The second reason is more fundamental. Indeed, it’s an indispensable part of what makes America exceptional. The idea of America as a haven not only for the poor and oppressed but also the skilled and ambitious is deeply ingrained in our national spirit.
Spurning immigrants, even if they’ve entered illegally, clashes with our identity. “The laws, culture, and traditions that our Anglo-Protestant founders gave us aren’t meant to exclude and divide,” writes Catholic archbishop José H. Gomez of Los Angeles in his new book Immigration and the Next America. “They are meant to include and unite.” Nativism is “a heresy,” he says, “a perversion of the American creed.” Gomez, at 34, emigrated from Mexico.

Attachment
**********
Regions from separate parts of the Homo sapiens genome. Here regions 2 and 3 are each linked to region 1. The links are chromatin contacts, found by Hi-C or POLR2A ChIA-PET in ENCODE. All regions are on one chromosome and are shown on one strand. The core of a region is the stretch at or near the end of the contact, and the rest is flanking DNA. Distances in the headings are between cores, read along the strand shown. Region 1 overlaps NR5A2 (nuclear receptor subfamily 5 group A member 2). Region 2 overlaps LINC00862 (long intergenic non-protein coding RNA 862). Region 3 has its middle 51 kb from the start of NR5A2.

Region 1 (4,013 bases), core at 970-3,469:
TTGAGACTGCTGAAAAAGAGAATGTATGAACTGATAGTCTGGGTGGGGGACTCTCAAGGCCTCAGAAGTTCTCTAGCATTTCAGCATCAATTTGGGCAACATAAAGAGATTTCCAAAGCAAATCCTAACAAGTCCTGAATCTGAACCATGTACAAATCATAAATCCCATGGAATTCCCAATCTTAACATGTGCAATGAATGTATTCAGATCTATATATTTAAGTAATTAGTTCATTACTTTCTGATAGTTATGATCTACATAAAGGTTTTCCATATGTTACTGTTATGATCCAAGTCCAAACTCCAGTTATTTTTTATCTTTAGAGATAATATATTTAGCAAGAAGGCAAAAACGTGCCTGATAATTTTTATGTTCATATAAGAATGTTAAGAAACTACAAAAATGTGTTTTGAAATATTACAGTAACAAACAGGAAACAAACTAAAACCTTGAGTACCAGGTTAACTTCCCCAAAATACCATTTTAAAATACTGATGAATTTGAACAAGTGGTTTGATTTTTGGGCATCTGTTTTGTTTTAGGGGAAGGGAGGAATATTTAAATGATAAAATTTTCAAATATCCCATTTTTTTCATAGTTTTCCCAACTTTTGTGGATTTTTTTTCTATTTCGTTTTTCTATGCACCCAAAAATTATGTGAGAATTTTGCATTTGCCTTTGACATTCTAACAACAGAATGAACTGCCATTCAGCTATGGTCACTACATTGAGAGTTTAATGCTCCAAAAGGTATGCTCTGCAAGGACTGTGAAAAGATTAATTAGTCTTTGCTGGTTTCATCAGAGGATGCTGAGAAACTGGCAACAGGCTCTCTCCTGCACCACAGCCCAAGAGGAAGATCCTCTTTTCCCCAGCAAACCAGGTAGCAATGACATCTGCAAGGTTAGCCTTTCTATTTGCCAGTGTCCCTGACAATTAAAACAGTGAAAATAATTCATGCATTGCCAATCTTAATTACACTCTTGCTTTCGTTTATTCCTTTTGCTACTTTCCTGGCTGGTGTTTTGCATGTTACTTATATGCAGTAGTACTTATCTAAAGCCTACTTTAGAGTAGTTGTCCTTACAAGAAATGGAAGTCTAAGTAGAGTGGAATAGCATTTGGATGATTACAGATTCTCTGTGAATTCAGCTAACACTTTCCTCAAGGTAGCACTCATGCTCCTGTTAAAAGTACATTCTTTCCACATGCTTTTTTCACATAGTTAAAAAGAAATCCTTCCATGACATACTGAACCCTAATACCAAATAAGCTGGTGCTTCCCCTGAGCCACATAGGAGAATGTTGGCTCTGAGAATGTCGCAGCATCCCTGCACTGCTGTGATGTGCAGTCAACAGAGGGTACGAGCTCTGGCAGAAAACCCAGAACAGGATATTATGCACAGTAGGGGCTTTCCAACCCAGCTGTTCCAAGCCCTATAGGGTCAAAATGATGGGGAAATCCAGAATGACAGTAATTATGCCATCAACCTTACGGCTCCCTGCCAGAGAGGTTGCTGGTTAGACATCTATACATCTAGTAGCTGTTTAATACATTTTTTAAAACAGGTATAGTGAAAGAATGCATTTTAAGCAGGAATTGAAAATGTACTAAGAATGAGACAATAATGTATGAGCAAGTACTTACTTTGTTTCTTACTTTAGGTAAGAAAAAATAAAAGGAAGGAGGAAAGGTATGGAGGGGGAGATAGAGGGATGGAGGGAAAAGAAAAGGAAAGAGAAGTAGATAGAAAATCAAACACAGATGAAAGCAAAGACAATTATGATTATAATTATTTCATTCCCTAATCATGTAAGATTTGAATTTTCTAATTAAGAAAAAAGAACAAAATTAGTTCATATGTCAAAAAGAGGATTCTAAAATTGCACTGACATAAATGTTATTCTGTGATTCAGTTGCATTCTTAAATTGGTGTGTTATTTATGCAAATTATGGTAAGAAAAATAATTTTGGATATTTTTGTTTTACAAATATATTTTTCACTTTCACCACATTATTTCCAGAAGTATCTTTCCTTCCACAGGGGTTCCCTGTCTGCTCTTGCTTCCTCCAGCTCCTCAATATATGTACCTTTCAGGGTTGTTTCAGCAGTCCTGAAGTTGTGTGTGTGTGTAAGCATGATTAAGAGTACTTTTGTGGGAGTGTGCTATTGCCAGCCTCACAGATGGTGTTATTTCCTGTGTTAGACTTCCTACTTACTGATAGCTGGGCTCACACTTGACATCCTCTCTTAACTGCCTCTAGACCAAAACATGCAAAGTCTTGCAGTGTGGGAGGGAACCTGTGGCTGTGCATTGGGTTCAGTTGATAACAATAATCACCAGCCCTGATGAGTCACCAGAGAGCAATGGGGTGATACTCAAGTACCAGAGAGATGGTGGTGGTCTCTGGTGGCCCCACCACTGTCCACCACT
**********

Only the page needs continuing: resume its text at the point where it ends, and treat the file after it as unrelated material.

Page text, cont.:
America isn’t morally obligated to usher in immediately everyone who shows up at our borders. But we should recognize why they come. It’s more than a job they want. They want to decide their destiny in life. Their hopes are basically the same as those of earlier immigrants—our parents and ancestors.
One measure of America’s embrace of immigrants, after a grace period, is how frequently we talk about the success of the foreign-born, the Andrew Carnegies, the Henry Kissingers, the Hakeem Olajuwons. I still chuckle at the joke about an immigrant who was amazed at the hospitality at a big league baseball game. The crowd began a song by asking, “José, can you see?” To me, that’s affectionate, not demeaning.